LEGAL CORNER: Plan ahead and stay in touch: a brief school holiday checklist for separated parents

School holidays can be challenging for any parent faced with the pressures of juggling work commitments, childcare and financial pressures while trying to prevent boredom setting in by keeping their children occupied.

Saturday, 6th May 2017, 11:00 am
Updated Thursday, 7th June 2018, 6:14 pm

For separated parents, the challenge includes deciding who has the children, when – coping with new routines and the reality of holidaying separately can leave many parents dreading the school holidays.

Although school holidays can be stressful, it is worth remembering that holidays are almost always a good thing for children; the following points may help families who find themselves dealing with new holiday circumstances this summer.

A child’s first holiday without one of their parents can be difficult for everyone, especially for the parent left behind. The idea of your children having fun without you, particularly if your ex- is taking a new partner or if you cannot afford to take your children away on a similar trip, can produce strong feelings from jealousy and anger to loneliness and depression. But try not to allow these feelings to take over or prompt you to withhold permission for your children to go on the trip, unless you have genuine concerns for their safety. By refusing, you risk preventing your children from talking openly with you about their solo experiences and potentially making them feel guilty about enjoying themselves.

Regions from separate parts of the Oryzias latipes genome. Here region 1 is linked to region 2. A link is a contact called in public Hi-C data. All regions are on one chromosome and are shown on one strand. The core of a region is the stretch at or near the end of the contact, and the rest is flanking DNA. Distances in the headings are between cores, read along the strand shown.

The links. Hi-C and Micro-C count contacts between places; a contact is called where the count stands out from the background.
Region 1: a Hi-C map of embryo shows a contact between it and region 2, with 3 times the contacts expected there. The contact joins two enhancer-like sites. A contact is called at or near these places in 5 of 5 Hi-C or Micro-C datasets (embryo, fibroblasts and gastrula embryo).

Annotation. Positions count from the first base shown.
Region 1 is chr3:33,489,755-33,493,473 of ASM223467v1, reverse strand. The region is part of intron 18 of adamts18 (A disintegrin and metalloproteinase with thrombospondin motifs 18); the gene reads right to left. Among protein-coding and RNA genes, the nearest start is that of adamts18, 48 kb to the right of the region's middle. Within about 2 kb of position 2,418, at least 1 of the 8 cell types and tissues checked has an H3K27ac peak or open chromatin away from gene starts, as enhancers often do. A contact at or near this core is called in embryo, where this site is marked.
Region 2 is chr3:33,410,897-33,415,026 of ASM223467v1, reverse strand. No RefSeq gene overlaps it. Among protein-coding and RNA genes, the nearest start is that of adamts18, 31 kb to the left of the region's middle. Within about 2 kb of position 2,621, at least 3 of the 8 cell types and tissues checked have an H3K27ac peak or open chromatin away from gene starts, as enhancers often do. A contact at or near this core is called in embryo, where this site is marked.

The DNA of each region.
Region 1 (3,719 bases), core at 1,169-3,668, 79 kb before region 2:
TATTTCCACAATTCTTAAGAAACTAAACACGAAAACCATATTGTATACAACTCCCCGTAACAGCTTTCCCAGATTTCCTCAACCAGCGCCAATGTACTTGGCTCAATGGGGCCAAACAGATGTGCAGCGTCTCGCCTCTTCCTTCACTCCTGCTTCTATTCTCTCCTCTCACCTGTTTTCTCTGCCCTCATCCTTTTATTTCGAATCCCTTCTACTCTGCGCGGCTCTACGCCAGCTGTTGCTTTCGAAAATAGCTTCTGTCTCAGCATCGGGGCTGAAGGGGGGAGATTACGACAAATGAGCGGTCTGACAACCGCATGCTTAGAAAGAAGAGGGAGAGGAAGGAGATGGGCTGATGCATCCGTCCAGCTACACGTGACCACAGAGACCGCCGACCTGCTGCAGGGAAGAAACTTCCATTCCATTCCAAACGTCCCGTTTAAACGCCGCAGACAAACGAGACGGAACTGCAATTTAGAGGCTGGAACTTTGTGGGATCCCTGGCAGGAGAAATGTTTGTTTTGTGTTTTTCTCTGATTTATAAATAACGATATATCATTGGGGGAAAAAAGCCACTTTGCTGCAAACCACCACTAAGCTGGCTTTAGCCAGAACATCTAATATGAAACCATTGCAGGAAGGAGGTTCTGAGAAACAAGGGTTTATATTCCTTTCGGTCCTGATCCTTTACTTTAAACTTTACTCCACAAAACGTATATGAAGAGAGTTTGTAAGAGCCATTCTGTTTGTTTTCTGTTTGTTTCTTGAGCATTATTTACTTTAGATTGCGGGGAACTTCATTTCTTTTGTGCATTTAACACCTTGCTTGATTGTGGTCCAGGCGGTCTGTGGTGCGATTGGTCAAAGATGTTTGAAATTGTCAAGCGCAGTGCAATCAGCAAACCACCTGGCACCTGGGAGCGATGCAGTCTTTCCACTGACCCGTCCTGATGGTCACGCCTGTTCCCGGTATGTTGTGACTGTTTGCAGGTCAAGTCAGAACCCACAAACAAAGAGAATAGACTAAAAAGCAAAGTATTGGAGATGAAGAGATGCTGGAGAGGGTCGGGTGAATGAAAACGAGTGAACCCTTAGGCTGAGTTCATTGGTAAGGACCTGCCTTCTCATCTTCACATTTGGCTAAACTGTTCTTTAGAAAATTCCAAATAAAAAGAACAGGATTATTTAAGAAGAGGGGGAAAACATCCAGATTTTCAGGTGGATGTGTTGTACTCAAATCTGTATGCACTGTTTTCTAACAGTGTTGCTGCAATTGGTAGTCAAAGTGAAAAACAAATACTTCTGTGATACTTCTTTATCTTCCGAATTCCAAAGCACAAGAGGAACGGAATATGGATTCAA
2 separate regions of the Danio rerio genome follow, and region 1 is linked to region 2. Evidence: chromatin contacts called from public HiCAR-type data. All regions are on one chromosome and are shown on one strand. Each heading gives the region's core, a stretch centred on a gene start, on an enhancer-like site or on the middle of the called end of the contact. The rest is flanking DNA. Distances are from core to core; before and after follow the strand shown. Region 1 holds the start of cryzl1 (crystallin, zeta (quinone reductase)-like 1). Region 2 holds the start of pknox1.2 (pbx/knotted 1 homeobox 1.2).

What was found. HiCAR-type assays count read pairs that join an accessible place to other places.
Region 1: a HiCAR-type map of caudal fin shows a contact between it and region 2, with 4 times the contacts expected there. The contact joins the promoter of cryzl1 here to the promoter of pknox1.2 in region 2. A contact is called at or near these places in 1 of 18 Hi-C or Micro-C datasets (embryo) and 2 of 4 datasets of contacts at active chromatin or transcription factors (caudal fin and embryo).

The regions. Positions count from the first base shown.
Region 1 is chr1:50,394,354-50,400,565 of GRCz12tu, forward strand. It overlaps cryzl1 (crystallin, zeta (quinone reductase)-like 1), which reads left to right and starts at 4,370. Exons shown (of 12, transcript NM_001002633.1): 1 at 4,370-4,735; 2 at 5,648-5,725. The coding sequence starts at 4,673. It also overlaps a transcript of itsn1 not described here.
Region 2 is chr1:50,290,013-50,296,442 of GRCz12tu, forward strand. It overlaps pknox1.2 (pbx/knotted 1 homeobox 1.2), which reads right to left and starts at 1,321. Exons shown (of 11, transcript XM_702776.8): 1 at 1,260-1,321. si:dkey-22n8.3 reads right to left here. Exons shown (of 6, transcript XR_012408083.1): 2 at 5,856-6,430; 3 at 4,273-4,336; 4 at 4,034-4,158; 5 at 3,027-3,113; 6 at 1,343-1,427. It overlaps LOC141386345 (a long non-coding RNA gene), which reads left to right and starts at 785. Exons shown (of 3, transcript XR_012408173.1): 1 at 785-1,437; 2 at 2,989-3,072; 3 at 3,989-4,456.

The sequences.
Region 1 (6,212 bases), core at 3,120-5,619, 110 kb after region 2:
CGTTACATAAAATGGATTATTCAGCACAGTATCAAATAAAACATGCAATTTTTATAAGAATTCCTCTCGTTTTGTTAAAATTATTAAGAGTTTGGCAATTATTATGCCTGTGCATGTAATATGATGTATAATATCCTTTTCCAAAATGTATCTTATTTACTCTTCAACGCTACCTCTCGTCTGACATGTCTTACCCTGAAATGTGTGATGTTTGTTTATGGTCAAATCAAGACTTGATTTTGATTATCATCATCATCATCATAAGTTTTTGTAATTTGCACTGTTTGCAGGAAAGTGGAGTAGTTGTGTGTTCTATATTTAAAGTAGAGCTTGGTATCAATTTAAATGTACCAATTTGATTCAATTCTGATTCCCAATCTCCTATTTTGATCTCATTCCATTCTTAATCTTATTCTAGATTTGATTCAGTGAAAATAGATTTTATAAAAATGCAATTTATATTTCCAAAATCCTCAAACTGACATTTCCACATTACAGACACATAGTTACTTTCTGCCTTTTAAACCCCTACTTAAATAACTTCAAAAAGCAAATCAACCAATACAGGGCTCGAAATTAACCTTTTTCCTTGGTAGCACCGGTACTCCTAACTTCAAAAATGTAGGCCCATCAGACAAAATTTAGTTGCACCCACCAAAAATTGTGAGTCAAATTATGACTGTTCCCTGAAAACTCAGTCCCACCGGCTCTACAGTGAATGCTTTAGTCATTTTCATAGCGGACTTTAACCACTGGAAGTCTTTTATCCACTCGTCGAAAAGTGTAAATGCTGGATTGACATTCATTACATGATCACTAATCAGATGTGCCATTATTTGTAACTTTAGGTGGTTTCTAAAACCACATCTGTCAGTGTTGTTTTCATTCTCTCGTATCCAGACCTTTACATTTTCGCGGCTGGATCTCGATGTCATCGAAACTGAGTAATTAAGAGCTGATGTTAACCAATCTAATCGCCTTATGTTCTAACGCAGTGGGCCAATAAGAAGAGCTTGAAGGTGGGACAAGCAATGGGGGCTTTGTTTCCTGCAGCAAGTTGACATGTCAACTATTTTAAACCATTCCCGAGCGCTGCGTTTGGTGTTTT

Co-operation and communication are both vital when it comes to matters involving children, so keep your ex informed if your own holiday arrangements or work commitments change, and always plan as far ahead as possible. Early discussion can reduce the risk of misunderstanding and dispute and give the children valuable time to adjust to the idea of spending extended time without one of their parents.

Attention to detail is also important: whoever is taking the children on holiday should provide the other parent with as much information as possible. As a minimum, this should include where the children are going, where they will be staying, how they will be travelling and how they can be contacted in an emergency.

If holiday arrangements cannot be agreed, legally-supervised mediation can offer an ideal forum in which to discuss potentially contentious issues such as separate holidays. Less formal than applying to the law courts, mediation provides a structured, non-confrontational environment in which agreement can often be reached amicably.

For more information on our mediation services, please contact the George Ide family team on 01243 786668.


Tina Day, head of family


George Ide, LLP

Solicitors of Chichester and Bognor Regis